350 First Avenue
New York, NY 10010
(212) 358-7800

The Rents suggested dinner out to Bro and I. And not being one to normally turn down a free meal, we capitulated and headed to Manhattan to test out a new restaurant in the old 'hood.

Growing up in the lower east 20s meant basically living in a culinary desert. The closest thing to a restaurant in the area that wasn't a pizza place was the Pastrami Factory and this large-but-God-awful Chinese place, the name of which I won't mention, that somehow survived for over twenty years despite never having more than three of it's forty tables full at any given time. It's gone now, replaced by a Washington Mutual bank. Eating anywhere else meant going for a walk.

Vamos is owned by the same people who own Petite Abeille, the Belgian-restaurant micro-chain that has a handful of locations in Manhattan. A few years ago Petite Abeille opened a restaurant on the corner of 20th Street and First Avenue and immediately ended the draught of good dining in the Stuy-Town/Peter Cooper area. It's routinely packed (and has been since day-one), has very good food, a great atmosphere, and I hope to write it up sometime in the future. Regretfully, I will be unable to do so for its brother, Vamos.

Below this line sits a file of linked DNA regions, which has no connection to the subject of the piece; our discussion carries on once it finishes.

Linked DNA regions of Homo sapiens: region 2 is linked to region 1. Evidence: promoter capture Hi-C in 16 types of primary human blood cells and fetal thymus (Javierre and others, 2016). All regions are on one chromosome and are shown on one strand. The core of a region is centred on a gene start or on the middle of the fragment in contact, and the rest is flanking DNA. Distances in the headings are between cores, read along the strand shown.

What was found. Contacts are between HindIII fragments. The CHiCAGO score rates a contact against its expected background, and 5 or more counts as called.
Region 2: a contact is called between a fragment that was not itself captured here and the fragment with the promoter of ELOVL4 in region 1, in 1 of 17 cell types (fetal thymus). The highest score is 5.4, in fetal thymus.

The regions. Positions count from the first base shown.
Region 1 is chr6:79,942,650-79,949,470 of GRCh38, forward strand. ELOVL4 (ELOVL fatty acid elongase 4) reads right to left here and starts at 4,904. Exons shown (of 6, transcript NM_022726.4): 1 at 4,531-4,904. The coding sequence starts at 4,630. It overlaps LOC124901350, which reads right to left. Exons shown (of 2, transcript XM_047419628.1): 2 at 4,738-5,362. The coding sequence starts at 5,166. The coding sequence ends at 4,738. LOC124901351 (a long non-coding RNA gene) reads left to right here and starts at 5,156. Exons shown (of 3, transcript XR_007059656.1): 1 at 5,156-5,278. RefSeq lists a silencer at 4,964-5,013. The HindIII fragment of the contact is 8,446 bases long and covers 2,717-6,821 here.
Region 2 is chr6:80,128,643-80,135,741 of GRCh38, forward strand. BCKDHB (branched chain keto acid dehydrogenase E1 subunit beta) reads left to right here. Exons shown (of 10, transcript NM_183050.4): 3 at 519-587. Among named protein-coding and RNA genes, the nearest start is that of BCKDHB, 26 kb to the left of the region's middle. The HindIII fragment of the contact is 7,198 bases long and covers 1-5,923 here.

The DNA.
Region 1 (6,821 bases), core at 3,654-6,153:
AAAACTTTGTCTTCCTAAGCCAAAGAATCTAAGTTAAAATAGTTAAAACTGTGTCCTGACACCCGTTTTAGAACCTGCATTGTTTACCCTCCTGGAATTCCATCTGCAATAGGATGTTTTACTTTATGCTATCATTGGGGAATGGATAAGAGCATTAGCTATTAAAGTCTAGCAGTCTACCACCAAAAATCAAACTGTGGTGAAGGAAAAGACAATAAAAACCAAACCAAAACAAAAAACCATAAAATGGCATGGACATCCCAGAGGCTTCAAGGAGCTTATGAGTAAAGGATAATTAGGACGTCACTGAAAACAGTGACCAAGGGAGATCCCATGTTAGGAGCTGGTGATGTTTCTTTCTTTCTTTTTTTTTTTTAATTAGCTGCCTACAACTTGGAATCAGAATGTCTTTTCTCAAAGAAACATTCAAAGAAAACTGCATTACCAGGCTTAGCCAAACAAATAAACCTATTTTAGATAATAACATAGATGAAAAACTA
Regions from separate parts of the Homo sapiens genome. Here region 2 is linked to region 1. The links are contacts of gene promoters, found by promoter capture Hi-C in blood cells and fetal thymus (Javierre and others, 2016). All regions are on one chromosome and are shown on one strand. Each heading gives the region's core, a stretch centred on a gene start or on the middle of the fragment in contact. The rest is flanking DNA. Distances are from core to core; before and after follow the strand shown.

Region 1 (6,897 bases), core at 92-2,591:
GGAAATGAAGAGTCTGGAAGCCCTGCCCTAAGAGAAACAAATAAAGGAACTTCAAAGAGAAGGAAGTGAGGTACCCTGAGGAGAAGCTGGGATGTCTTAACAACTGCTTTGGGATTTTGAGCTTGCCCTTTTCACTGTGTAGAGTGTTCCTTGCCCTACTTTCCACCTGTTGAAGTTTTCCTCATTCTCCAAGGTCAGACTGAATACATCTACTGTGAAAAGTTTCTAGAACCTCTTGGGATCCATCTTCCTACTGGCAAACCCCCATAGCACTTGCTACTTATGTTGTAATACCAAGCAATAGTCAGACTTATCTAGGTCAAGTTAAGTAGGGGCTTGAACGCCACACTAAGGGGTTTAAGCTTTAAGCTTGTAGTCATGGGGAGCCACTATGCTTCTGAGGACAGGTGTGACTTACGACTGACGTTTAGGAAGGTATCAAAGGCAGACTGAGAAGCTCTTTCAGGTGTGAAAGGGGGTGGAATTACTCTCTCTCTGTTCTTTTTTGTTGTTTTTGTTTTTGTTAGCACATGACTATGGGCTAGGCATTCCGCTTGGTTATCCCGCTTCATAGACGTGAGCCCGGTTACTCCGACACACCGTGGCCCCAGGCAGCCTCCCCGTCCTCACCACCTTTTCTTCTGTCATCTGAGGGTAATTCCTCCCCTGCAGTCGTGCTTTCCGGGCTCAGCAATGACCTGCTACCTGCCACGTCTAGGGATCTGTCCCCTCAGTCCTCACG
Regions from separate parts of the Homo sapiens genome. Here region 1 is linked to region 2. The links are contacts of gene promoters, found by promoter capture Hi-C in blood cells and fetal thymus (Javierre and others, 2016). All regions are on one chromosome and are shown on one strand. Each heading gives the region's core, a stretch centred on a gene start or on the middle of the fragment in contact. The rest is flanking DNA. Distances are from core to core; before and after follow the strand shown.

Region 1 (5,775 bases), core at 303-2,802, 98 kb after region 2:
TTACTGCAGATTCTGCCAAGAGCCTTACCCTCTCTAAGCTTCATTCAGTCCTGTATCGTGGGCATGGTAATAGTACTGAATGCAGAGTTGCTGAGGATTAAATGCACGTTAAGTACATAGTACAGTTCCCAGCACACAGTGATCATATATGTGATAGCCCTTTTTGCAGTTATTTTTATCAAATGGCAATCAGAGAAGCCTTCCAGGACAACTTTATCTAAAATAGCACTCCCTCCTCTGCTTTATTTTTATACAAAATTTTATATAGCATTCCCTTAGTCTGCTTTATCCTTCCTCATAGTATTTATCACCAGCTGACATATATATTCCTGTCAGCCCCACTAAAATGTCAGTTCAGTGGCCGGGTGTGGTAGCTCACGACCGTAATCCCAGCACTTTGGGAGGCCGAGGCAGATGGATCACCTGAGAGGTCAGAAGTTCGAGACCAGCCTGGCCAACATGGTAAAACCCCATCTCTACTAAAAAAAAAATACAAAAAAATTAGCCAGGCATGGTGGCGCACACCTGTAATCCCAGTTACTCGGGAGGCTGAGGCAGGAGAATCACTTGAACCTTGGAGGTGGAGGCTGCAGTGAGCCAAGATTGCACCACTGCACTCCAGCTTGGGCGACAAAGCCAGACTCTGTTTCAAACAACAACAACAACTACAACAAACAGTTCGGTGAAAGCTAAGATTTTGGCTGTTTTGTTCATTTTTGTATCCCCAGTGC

I have found that there are two types of Mexican places: Trendy Mexican, like Rosa Mexicano and Dos Caminos, where they serve yuppies like me trendy drinks at trendy prices in a trendy atmosphere. Their primary raison-d'etre is so guys in dress shirts can order big fruity drinks without looking fruity. Their cuisine is Mexican-ish. New takes on old classics, served artistically on your plate. You don't get much, but you sure pay like you do.

The other type is Regular Mexican. Regular Mexican typically sets the expectational bar pretty low. Nobody really expects much from regular Mexican food. Almost everybody likes it, but in my experience the food is just one part of the overall experience. Grab some friends, order some pitchers of beer or margaritas, get a plate of nachos the size of Mount Everest, and have fun. Vamos tries to blur the line a little, but basically, it's regular Mexican. And so when the bar is already low, and it hasn't been met... uh... well, it's kinda makes me sad.

But before I get to the food, I want to quickly mention the atmosphere. Vamos is a cantina, complete with Tex-Mex artwork and designs along the walls evoking the feeling of something that should be on an unpaved street in Tijuana. The bar is Vamos' center, which you immediately notice just from walking past it on the street. It's the first thing you see after the handful of tables at the window. All the rest of the restaurant's seating is behind the bar. And it's pretty dark back there. The tables are huge - almost picnic table sized. You practically want to yell at the people you're eating with just to make sure they can hear you. I don't know that this is really a complaint. It's conceivable that the reason I didn't much like the tables might have been that I was eating with The Rents, and there's something about having dinner in a bar atmosphere yelling across the table that just doesn't translate well when with people in that demographic.